The Indian Troops played a prominent part in achieving this success and General Chauvel's short history of the operations holds a special interest for all who take a pride in these men who suffered the discomforts and hardship of a desert campaign, and performed almost impossible deeds of valour.
They fought like seasoned warriors. They cheerfully answered any call.
These Indians took the place of some of the Londoners who were sent to France. They were tremendously keen to preserve the record of the division of Indians with the Londoners, who were first into Jerusalem and first over the Jordan. They wanted to be first through the coastal defences. They succeeded. They went on and secured the crossing of the Wadi Falik for the cavalry. They then advanced north-east wards to Tulkarm, covering the astonishing distance of 22 miles in thirteen and the half hours, including trench fighting and actions in the open. This wonderful performance is an example of what the young Indian battalions are capable of. All are practically of the same quality. These young Indian battalions came through the ordeal magnificently. They fought like seasoned warriors. They cheerfully answered any call.
"For skill in hill fighting it would be hard to find a parallel for this incident".
There was a stern struggle for the Bietlid hill, 5 000 yards from Nablus, on Friday. When it was captured it was decided to take a station which was commanded on the south by a high steep hill. A Sikh battalion crept up the irregular slopes in the moonlight, caught the garrison entirely unprepared, rushed and surprised the German machine gunners, and captured over 200 prisoners, besides killing and wounding others. There was not one single casualty among the Sikhs.
'Indian cavalry of the Jodhpore and Mysore Lancers, 16th (Imperial Service) Cavalry Brigade passing through Haifa following the city's capture from Turkey (Ottoman Empire), 23rd September 1918'. Q 12335. Courtesy of Imperial War Museum London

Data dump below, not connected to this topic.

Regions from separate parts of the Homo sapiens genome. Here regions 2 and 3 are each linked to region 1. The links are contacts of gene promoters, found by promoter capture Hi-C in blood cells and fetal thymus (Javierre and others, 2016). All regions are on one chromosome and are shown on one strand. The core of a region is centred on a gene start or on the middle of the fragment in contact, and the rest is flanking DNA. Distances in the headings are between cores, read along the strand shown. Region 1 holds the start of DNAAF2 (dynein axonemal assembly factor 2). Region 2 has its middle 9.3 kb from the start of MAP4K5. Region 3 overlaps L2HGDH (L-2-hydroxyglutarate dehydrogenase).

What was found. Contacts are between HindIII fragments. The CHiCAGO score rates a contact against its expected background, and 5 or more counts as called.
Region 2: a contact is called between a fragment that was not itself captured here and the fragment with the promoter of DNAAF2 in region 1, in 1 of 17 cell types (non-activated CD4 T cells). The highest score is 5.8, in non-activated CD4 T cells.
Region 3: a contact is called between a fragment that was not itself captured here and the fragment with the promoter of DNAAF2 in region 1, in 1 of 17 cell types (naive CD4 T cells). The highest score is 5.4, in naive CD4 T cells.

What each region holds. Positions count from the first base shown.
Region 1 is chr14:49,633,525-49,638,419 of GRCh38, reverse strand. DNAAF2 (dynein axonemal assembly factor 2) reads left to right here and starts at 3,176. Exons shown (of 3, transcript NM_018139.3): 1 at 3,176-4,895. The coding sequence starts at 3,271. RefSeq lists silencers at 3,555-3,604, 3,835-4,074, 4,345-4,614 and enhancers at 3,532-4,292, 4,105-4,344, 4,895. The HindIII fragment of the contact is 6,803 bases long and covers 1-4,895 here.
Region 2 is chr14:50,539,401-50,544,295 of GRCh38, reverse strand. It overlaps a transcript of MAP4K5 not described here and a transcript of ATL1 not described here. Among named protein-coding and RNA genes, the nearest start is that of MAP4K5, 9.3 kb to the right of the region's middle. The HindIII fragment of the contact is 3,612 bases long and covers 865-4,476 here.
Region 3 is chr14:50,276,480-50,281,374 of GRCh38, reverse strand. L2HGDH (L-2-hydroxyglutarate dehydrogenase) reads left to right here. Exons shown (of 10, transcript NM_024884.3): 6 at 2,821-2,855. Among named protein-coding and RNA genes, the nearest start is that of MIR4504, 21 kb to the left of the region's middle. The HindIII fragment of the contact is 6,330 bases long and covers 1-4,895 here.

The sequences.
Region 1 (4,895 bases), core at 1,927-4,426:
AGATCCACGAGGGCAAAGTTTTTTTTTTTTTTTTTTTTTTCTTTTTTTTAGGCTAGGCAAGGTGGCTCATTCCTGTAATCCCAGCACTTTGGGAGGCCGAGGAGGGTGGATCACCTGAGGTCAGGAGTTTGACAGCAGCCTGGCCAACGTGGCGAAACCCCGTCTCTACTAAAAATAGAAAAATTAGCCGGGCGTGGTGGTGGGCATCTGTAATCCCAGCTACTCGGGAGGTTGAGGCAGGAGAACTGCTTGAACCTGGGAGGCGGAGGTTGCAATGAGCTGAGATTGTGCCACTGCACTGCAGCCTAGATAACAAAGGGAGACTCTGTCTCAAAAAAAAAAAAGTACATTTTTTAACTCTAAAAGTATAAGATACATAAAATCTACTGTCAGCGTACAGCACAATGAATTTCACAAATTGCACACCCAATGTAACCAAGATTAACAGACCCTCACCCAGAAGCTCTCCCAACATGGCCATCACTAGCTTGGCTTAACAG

Deeds of Heroism
The exceptional bravery and supreme sacrifice of Major Thakur Dalpat Singh and his men, will be remembered forever and continue to inspire generations to come. Major Dalpat Singh was conferred upon Military Cross and the entire saga of bravery is described in history textbooks of Israel. He was anointed as the "Hero of Haifa"
Captain Aman Singh Bahadur and Dafadar Jor Singh were awarded the Indian Order of Merit and Captain Anop Singh and 2nd Lt. Sagat Singh were awarded the Military Cross in recognition of their bravery in this battle.
Wonderful stories of their gallantry, dash, and initiative in the war are told in a special supplement of the 'London Gazette,' recording the conferment of a large number of decorations for bravery in this battle.
Thakur Dalpat Singh, Jodhpur Lancers.
'For conspicuous gallantry and devotion to duty. This officer, accompanied only by his trumpeter, charged an entrenched machine gun, killing and scattering the crew and capturing the gun. At the same time he captured the commandant of a regiment and another officer'.
Captain Thakur Anop Singh, Bahadur, I.O.M. Jodhpur Imp. Serv. Lancers.
'On the 23rd September, 1918, during the attack on Haifa, he led his squadron with the greatest dash and ability, when he successfully charged the enemy's position, capturing three guns, four machine guns, and many of the enemy. He then led his squadron through the north portion of the town, capturing many more prisoners, and rejoined the regiment at the final objective. He showed throughout the utmost contempt for danger'.
2nd Lieut. Kunwar Sagat Singh, Jodhpur I.S. Lancers.
'For gallantry and devotion to duty. On the 23rd September, 1918, during the advance on Haifa, he twice went back under heavy fire to give orders to squadrons in the rear, afterwards rejoining the head of the regiment. Throughout the action he gave an example of complete disregard of danger and showed great coolness'.
The Official History of the War (Military Operations Egypt and Palestine: Volume II
State Library of NSW. Soldiers Dairies
Life of the Dead The Indian hero of Haifa
The Battle of Haifa Part 1
Commonwealth War Graves Commission
Imperial War Museum London
Library of Congress